Hot Topic: Importance of Fibre

For this month’s Hot Topic, we caught up with British Swimming’s nutritionist Tiff Afflick to discuss the importance of fibre and it's importance for health.

Why is fibre so important in our diet

First of all, what is fibre? We hear so much about it and its importance for health, but do you know what it is? Fibre is actually the starchy part of carbohydrates that our bodies can’t completely digest or absorb, and it’s found in plant carbohydrates such as grains and root vegetables. There are different types – soluble and insoluble, and they’re both important for our health. Dietary fibre helps clear our digestive system to keep it working as it should and also encourages good bacteria to grow, so it’s essential for good gut function.

Food for Fuel

We always encourage a ‘food first’ approach in nutrition, which means that we should all try to fuel our bodies using food rather than supplements whenever possible. So it’s best to look for sources of fibre that you can add to your diet before considering supplementation. Though fibre doesn’t give us energy itself, it’s important for so many other reasons, such as bulking out our meals to help keep us full and also for looking after our digestive system. However a lot of the foods that fibre is found in do give us energy, because they’re mainly carbohydrates. That means if you choose to eat wholegrain rice or brown bread, for example, you’ll actually be fuelling yourself with carbohydrates for energy, as well as getting an important dose of fibre too. 

Up and Go floating bottle
Up & Go contains more than 6g of fibre per bottle!

Finding Fibre

Recent guidelines from the British Nutrition Foundation recommend that we should all aim for at least 30g of fibre every single day, which is definitely achievable if you have a varied and balanced diet. Now that there is such a big focus on the importance of fibre, there are a lot of foods that have fibre added in, but there are so many natural sources that you can find too! Anything wholegrain or wholewheat – breads, pasta, cereals, rice, grains etc. – are all good sources of fibre that you can easily swap to from standard white varieties. Jacket potatoes with the skin on, white or sweet potato, and fruits such as bananas and apples are also great options for adding fibre to your diet. If you feel like you struggle to get fibre in your diet, you could also try including nuts and seeds in your breakfast, salads and yoghurt for an extra boost in fibre and texture. It’s easier than you think to include fibre into your diet once you know where to find it!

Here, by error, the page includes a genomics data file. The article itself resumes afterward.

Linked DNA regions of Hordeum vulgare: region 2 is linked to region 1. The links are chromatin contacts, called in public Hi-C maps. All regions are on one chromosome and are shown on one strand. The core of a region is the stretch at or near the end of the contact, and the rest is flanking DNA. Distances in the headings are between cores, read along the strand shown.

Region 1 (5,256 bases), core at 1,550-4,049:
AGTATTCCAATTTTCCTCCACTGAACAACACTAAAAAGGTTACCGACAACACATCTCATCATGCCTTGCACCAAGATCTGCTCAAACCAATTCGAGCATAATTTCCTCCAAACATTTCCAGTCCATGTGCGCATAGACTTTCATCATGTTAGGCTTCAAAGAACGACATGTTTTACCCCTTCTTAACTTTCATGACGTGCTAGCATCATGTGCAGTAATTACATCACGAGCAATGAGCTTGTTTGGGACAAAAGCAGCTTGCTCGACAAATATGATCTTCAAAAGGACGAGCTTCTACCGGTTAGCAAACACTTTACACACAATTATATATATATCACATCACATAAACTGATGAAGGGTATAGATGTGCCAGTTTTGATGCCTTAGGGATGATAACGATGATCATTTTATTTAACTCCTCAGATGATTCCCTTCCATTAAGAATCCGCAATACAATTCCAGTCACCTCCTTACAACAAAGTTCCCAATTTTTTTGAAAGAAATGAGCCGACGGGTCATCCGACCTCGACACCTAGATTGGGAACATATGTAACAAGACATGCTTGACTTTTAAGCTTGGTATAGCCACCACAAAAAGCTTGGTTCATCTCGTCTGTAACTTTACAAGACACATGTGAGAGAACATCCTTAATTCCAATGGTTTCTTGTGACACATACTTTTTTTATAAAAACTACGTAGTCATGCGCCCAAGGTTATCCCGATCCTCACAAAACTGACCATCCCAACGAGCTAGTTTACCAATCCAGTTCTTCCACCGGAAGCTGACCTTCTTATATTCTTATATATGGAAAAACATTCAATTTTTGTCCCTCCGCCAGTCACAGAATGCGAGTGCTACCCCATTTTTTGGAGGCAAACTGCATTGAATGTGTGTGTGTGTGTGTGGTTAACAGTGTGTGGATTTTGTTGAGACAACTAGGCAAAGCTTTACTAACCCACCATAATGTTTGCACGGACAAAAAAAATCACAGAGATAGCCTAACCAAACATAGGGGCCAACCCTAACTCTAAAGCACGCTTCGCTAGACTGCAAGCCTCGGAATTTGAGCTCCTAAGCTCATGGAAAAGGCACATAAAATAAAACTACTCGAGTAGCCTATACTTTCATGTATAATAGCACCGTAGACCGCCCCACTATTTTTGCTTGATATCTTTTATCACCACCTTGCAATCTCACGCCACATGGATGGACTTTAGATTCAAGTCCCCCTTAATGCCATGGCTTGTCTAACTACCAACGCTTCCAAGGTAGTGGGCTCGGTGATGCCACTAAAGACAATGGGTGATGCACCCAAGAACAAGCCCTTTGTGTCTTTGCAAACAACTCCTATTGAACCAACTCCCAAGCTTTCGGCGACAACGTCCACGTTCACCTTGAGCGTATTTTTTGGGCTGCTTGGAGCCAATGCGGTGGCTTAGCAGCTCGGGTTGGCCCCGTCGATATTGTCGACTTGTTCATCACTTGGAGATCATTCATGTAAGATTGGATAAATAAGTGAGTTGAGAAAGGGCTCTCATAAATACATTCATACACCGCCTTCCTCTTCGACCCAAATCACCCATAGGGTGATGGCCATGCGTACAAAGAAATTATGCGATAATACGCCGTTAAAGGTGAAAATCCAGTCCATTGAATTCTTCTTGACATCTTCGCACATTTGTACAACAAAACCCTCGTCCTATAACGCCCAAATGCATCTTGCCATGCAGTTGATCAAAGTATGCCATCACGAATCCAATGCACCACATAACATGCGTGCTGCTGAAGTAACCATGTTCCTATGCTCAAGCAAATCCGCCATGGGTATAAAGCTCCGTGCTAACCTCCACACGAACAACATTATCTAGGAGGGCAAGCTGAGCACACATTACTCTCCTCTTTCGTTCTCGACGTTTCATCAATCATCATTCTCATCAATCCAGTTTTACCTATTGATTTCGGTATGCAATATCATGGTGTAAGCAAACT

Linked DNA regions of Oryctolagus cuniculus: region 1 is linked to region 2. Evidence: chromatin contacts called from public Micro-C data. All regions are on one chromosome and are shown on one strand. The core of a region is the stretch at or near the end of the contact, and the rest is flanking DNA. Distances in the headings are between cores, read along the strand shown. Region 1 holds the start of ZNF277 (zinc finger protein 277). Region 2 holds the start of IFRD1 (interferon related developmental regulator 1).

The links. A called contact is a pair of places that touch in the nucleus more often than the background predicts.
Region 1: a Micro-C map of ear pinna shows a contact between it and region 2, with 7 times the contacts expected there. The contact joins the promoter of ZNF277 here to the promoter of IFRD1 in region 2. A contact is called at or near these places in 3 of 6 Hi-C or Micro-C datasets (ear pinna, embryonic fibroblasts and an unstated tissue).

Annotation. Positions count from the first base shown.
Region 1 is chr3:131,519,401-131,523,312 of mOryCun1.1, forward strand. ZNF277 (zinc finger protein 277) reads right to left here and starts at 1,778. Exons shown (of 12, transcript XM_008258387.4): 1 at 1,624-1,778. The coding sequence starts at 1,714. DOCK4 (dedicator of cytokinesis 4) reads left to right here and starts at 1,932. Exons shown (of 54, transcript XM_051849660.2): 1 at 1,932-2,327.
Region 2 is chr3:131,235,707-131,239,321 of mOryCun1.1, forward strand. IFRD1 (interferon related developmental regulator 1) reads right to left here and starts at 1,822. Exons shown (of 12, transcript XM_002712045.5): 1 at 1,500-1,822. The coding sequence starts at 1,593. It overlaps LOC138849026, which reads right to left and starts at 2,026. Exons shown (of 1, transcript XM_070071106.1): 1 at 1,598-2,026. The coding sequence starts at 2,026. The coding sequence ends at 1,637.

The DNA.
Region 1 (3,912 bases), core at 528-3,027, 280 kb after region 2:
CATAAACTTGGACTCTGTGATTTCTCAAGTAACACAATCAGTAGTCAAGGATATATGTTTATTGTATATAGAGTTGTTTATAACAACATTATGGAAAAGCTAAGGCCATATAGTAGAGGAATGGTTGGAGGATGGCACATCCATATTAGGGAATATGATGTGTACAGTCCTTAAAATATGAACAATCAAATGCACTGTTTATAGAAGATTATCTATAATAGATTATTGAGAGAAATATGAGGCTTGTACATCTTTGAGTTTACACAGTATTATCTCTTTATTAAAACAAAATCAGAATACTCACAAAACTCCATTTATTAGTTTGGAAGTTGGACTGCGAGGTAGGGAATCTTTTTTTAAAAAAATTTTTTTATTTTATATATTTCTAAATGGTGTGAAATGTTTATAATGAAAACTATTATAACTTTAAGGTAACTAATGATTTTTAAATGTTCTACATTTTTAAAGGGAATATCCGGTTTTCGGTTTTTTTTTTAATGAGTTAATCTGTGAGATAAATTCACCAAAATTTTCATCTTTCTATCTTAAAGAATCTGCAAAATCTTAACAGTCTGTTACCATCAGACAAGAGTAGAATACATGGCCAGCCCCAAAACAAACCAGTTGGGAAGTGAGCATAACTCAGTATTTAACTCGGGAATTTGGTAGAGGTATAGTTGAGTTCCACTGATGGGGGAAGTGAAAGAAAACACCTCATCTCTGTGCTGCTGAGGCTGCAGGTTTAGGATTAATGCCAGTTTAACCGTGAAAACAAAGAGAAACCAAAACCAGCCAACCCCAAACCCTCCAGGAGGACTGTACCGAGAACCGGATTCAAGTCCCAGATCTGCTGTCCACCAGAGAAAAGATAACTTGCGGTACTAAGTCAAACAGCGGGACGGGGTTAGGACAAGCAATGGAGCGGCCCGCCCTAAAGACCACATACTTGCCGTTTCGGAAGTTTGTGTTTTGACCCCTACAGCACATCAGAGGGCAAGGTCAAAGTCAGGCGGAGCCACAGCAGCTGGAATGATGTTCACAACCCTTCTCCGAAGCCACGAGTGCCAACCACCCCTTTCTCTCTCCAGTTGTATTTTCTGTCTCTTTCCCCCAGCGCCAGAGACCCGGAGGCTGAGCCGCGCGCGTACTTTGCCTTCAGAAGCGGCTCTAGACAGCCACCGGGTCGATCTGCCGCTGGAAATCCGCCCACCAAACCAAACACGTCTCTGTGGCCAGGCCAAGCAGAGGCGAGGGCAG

One of my favourite breakfast staples for fibre has to be oats because they’re naturally high in fibre, which will help keep you full until lunch time. By having a bowl of porridge or an oat-based drink like Up & Go for breakfast (it contains more than 6g of fibre per bottle!), you’ll already be on your way to getting your recommended fibre intake by the end of the morning!

This Heath Hub article was created in collaboration with British Swimming’s Official Breakfast Partner UP&GO, a healthy-on-the-go solution for when you’re on the move.